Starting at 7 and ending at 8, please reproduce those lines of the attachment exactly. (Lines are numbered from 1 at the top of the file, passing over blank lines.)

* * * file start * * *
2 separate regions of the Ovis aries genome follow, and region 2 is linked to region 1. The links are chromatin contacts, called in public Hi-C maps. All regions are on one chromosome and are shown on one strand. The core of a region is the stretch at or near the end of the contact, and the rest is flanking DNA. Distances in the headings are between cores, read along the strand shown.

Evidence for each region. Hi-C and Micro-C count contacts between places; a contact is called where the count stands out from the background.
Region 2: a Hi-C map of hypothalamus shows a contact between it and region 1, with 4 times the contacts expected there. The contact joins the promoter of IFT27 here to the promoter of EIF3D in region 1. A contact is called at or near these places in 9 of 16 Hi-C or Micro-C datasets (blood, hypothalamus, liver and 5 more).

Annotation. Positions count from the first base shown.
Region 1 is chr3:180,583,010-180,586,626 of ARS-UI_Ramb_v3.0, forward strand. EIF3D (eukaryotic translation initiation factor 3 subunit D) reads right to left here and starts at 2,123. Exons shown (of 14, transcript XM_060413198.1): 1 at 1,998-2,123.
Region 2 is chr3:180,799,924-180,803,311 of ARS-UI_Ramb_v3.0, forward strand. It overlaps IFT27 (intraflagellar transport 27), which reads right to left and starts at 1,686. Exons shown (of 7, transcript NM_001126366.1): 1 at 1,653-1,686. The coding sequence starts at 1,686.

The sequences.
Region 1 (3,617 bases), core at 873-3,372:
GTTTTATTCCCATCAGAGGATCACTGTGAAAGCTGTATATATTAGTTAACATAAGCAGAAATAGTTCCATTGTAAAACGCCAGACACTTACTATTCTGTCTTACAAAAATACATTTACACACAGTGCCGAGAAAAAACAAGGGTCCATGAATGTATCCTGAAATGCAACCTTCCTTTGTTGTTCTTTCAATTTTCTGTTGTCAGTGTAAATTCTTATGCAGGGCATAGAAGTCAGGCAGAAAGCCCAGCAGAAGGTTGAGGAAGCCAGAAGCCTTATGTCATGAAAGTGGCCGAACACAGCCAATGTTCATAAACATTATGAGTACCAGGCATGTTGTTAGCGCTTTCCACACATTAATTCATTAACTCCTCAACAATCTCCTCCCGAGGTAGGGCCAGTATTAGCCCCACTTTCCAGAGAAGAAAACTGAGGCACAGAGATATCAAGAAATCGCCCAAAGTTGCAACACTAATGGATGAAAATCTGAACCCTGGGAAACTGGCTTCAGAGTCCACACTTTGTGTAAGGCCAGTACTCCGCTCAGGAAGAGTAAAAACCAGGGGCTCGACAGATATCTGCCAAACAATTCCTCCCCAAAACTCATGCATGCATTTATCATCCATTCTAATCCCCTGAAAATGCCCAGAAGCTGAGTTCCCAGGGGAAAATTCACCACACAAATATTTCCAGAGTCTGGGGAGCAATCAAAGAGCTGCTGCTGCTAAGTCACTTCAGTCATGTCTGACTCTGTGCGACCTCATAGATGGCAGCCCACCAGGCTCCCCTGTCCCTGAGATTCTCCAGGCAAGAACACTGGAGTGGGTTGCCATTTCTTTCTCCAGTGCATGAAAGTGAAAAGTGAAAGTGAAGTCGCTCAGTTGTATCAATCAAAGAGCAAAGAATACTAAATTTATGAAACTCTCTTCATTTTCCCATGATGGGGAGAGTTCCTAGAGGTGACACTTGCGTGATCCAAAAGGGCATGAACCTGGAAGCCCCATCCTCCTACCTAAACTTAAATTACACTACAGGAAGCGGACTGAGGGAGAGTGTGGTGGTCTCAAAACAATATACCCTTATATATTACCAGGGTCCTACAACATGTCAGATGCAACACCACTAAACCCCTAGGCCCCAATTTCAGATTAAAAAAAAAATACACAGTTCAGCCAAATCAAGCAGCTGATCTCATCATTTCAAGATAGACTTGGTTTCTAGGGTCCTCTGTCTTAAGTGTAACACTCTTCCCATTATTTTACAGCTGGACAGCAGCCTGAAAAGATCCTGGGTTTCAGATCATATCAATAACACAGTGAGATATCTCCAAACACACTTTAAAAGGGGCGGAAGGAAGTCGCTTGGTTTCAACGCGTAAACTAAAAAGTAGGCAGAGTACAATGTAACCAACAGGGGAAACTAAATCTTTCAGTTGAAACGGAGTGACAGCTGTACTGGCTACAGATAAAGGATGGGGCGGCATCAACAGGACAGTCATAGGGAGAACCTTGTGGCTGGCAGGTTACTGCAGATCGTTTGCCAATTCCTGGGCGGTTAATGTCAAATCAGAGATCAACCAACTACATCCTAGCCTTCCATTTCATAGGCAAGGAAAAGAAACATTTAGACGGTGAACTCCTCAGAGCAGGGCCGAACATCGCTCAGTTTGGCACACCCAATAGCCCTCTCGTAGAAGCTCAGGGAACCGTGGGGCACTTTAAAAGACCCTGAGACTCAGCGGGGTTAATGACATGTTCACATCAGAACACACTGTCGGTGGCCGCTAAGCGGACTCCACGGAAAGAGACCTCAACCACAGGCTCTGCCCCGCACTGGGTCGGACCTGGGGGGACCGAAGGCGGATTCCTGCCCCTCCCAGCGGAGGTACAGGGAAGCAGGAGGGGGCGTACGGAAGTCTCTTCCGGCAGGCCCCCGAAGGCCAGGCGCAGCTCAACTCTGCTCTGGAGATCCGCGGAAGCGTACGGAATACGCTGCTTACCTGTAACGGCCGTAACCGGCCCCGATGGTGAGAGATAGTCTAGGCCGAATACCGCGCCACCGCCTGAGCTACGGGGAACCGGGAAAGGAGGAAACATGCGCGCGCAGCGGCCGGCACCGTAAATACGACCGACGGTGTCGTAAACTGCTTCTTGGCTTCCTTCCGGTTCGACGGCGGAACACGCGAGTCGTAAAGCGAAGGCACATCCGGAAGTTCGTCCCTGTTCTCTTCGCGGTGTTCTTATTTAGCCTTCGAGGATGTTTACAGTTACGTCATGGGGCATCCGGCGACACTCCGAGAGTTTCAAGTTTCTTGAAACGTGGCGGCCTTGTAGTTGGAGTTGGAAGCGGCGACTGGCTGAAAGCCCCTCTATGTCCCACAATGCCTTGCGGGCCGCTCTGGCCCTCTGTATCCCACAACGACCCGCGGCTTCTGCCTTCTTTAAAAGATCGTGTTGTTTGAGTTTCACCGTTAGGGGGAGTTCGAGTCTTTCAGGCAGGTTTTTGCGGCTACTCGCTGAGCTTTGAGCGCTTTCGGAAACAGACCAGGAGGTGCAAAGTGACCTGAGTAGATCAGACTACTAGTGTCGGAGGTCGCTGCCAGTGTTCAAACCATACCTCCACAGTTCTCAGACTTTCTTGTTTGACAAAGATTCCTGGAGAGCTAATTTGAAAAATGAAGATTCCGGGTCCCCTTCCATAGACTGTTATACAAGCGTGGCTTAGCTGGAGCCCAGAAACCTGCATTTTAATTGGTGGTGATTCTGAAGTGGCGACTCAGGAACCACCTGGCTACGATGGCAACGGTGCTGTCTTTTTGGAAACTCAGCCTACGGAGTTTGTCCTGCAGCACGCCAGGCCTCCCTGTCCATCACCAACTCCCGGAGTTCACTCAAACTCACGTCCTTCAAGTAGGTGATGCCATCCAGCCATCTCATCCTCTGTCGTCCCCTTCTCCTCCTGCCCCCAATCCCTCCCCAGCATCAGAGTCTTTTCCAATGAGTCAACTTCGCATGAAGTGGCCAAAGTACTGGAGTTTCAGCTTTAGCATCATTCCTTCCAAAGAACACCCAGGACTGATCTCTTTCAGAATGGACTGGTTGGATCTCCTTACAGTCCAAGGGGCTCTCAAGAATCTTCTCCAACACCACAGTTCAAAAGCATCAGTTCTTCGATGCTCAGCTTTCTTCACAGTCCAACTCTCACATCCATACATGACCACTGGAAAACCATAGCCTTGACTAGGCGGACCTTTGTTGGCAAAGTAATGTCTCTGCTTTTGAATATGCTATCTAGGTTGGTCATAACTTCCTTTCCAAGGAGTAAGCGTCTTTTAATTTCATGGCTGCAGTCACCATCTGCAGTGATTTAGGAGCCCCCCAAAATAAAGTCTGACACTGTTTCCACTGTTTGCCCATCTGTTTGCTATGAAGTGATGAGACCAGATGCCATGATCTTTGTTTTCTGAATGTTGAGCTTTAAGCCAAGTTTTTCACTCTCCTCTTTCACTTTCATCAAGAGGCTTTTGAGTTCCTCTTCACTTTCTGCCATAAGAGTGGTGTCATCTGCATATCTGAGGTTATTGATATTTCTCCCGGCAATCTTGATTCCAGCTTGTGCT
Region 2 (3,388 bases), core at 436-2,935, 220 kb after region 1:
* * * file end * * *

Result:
The sequences.
Region 1 (3,617 bases), core at 873-3,372: